Tag Archives: death

1 Year Anniversary… and it still hurts

1 Year Anniversary… and it still hurts

So it’s been 1 year 1 month 3 weeks and a day since my mother passed away and I can tell you I struggled to write this.  Not because it was emotionally draining but there was so much stuff I wanted to say that it would sound like a disjointed 20 page essay with no clear beginning, ending or theme.   And even though I did not want this to turn into a venting “let’s feel sorry for the dude” or a “bitch fest about no one understanding me.”  from the looks of it.. it might turn out that way so please brace yourselves.

So how do I feel right now ? I feel like I am floating in a lost mixed emotion and mind space that I really can’t explain.

It’s hard to explain because I feel like though I have been trying to do things that would make me feel happy and positive (going on trips, etc) but for some odd reason it also has affected my relationships around me.  I feel like I’m  Jekyll and Hyde.  At work I transform into this happy joyful nurse that strives to make my patient feel good, better and even make them laugh.  It brings them joy…. it brings me joy.  But as soon as I get home reality hits.  I go back to that dark reality that I often try to push out of the way but everything reminds me of my mother.

Since I moved back home with my father our relationship has been good (thankfully.)  I was quite concerned how our relationship would be honestly.  I was scared that we would both lash out each other out of emotional breakdowns and fears and never get the chance to truly take care of each other and build that father son relationship  I felt was not as strong simply because I was closer to my mother.  Thankfully things have been good so far.   I respect his space, he respects mine,we both take care of each other and look out for each other and rarely ever have any arguments (and if we do its towards others not us ha!)  My relationships with my friends and other family members unfortunately have changed.  Some slightly…others drastic.    I now became the “guy who lost his mom to a brain tumour” or the “the nurse friend who lost his mom to cancer.” Or the best… “the nurse friend who works too much and does not have time  for his friends or family to grieve properly.”

Yep… you read that right.  “The nurse friend who works too much and does not have time for his friends or to grieve properly.”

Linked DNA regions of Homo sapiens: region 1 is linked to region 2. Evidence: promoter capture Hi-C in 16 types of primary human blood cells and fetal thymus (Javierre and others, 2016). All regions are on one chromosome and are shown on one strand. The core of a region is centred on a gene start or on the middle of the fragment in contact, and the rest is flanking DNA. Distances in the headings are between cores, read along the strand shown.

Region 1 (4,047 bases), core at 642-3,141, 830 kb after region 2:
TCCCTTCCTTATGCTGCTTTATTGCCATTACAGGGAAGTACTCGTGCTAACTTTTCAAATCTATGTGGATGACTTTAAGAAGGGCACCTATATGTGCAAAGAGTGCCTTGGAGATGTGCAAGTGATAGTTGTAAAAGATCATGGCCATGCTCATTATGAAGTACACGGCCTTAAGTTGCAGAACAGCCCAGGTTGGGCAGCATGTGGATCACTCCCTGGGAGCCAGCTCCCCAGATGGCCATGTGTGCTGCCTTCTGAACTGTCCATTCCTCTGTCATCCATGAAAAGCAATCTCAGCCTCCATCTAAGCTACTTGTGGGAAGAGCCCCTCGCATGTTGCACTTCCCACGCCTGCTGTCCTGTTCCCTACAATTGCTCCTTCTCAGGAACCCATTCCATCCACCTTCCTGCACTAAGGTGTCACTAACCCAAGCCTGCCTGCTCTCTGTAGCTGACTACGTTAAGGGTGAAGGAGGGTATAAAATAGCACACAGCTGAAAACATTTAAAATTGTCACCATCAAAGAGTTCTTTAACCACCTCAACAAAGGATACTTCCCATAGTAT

Seems a bit insulting right?  Well some people don’t think so.  I will admit, I have been working a lot and I do use it as way of a coping mechanism (also a great way to clear your debt and bills!)  I don’t drink alcohol, do drugs, or participate in any high risk activity.  Apart from going to the gym, work has sometimes been a way to escape the reality I had to deal with and despite work being  stressful at times, I was able to put on this “front” and act like everything was cool . Unfortunately it made my already limited social life diminish to a tiny speck of dust.

And that’s when people stopped inviting me or asking me out to engagements and events. And that’s when people would stop phoning, texting me asking and seeing if I was ok. And that’s when people figured I was working too much that I did not have time to grieve properly.  This absolutely made me frustrated, exasperated and pissed.  To make matters worse when I was actually free on a weekend or Friday night to do something everyone simply just forgotten about me and either had made other plans or simply were not interested in doing anything because they were  “too tired.”    I even had one friend who recently gotten into a relationship tell me: “Well you’ve been so busy to hangout with your friends and do anything on the weekend so  now I met someone who I can chill with and hang on the weekends.”

Excuse – the – fuck- me ????  I am sorry I did not realize we were a married couple!!!

This, compounded with everything else just started a windmill of mixed emotions, thoughts, anger and depression.  I was a thermostat…. I was warm and bubbly at work but as soon as I got home or who had any interaction with friends who seemed to forget that I existed I became cold, flat, monotone and curt.  And my anger fueled more when I decided to things on my own simply because everyone was too busy for me and then the same friends get upset as to why  I never informed or told them.   It was loose-loose situation and I simply was getting exhausted for trying to explain myself for something that really deserved no explaining…….it was already self explanatory.

So through my entire disjointed rant what I am really trying to say?

Yes I am a nurse but that does not mean I am mean I lack emotion because “I’m trained and taught to do so.”  Yes I work crazy hours to take care of the sick but does not that mean I don’t enjoy  or receive therapeutic conversation and care by family and friends as I do with my patients.   People…. please be mindful.  Keep talking to those who are grieved with the loss of a loved one despite the fact that they might seem  “ok” in your eyes.  And remember this is not about YOU.. it is about them and their loss and trying to support them.  This is not the time for you be like “well they seem to be okay or they seem to be preoccupied with something so let me focus on myself as they don’t have time  for me.” This was not your loved one that died.  That has to be the most selfish inconsiderate thing to think about.  People heal at different stages and a different times of their lives.   People also have different ways on how they cope.  What you might consider a great way of coping may not be what someone else does.  As long as they are not harming themselves and others support them and be there for them instead of ridiculing them and chastising them for not being there…….for you.  Again this is not about you and your feelings, its about them and how they are coping.